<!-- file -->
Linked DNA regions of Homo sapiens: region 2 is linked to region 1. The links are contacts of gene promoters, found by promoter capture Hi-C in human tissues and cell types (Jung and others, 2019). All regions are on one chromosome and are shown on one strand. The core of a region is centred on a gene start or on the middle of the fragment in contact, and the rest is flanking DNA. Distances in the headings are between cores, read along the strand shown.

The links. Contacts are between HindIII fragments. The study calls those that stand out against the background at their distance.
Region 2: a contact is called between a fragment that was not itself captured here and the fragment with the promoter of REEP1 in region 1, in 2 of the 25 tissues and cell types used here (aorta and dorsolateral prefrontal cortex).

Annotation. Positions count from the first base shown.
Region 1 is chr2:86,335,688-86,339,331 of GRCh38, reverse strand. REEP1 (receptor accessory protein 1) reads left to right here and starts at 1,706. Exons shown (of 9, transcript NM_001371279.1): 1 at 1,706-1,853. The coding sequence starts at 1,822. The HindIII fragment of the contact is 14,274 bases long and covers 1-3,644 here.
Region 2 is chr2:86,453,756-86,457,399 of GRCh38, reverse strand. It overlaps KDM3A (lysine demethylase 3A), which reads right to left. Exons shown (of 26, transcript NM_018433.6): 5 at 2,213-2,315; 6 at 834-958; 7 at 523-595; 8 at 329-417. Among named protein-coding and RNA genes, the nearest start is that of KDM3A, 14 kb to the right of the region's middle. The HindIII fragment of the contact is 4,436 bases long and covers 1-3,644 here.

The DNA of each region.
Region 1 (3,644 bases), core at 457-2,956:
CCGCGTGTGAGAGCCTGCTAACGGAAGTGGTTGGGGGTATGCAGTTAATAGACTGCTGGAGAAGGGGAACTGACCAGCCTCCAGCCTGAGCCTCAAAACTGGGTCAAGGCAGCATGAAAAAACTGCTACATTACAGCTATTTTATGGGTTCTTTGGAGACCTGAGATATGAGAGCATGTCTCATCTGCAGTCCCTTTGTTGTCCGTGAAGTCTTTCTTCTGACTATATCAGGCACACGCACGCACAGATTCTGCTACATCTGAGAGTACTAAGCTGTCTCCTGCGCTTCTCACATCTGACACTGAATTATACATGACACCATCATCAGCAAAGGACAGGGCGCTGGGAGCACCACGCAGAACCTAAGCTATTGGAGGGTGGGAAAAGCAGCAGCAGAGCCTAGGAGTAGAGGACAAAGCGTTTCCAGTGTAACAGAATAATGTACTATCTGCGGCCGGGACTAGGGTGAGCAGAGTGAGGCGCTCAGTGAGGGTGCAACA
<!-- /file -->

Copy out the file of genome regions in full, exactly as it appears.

Linked DNA regions of Homo sapiens: region 2 is linked to region 1. The links are contacts of gene promoters, found by promoter capture Hi-C in human tissues and cell types (Jung and others, 2019). All regions are on one chromosome and are shown on one strand. The core of a region is centred on a gene start or on the middle of the fragment in contact, and the rest is flanking DNA. Distances in the headings are between cores, read along the strand shown.

The links. Contacts are between HindIII fragments. The study calls those that stand out against the background at their distance.
Region 2: a contact is called between a fragment that was not itself captured here and the fragment with the promoter of REEP1 in region 1, in 2 of the 25 tissues and cell types used here (aorta and dorsolateral prefrontal cortex).

Annotation. Positions count from the first base shown.
Region 1 is chr2:86,335,688-86,339,331 of GRCh38, reverse strand. REEP1 (receptor accessory protein 1) reads left to right here and starts at 1,706. Exons shown (of 9, transcript NM_001371279.1): 1 at 1,706-1,853. The coding sequence starts at 1,822. The HindIII fragment of the contact is 14,274 bases long and covers 1-3,644 here.
Region 2 is chr2:86,453,756-86,457,399 of GRCh38, reverse strand. It overlaps KDM3A (lysine demethylase 3A), which reads right to left. Exons shown (of 26, transcript NM_018433.6): 5 at 2,213-2,315; 6 at 834-958; 7 at 523-595; 8 at 329-417. Among named protein-coding and RNA genes, the nearest start is that of KDM3A, 14 kb to the right of the region's middle. The HindIII fragment of the contact is 4,436 bases long and covers 1-3,644 here.

The DNA of each region.
Region 1 (3,644 bases), core at 457-2,956:
CCGCGTGTGAGAGCCTGCTAACGGAAGTGGTTGGGGGTATGCAGTTAATAGACTGCTGGAGAAGGGGAACTGACCAGCCTCCAGCCTGAGCCTCAAAACTGGGTCAAGGCAGCATGAAAAAACTGCTACATTACAGCTATTTTATGGGTTCTTTGGAGACCTGAGATATGAGAGCATGTCTCATCTGCAGTCCCTTTGTTGTCCGTGAAGTCTTTCTTCTGACTATATCAGGCACACGCACGCACAGATTCTGCTACATCTGAGAGTACTAAGCTGTCTCCTGCGCTTCTCACATCTGACACTGAATTATACATGACACCATCATCAGCAAAGGACAGGGCGCTGGGAGCACCACGCAGAACCTAAGCTATTGGAGGGTGGGAAAAGCAGCAGCAGAGCCTAGGAGTAGAGGACAAAGCGTTTCCAGTGTAACAGAATAATGTACTATCTGCGGCCGGGACTAGGGTGAGCAGAGTGAGGCGCTCAGTGAGGGTGCAACA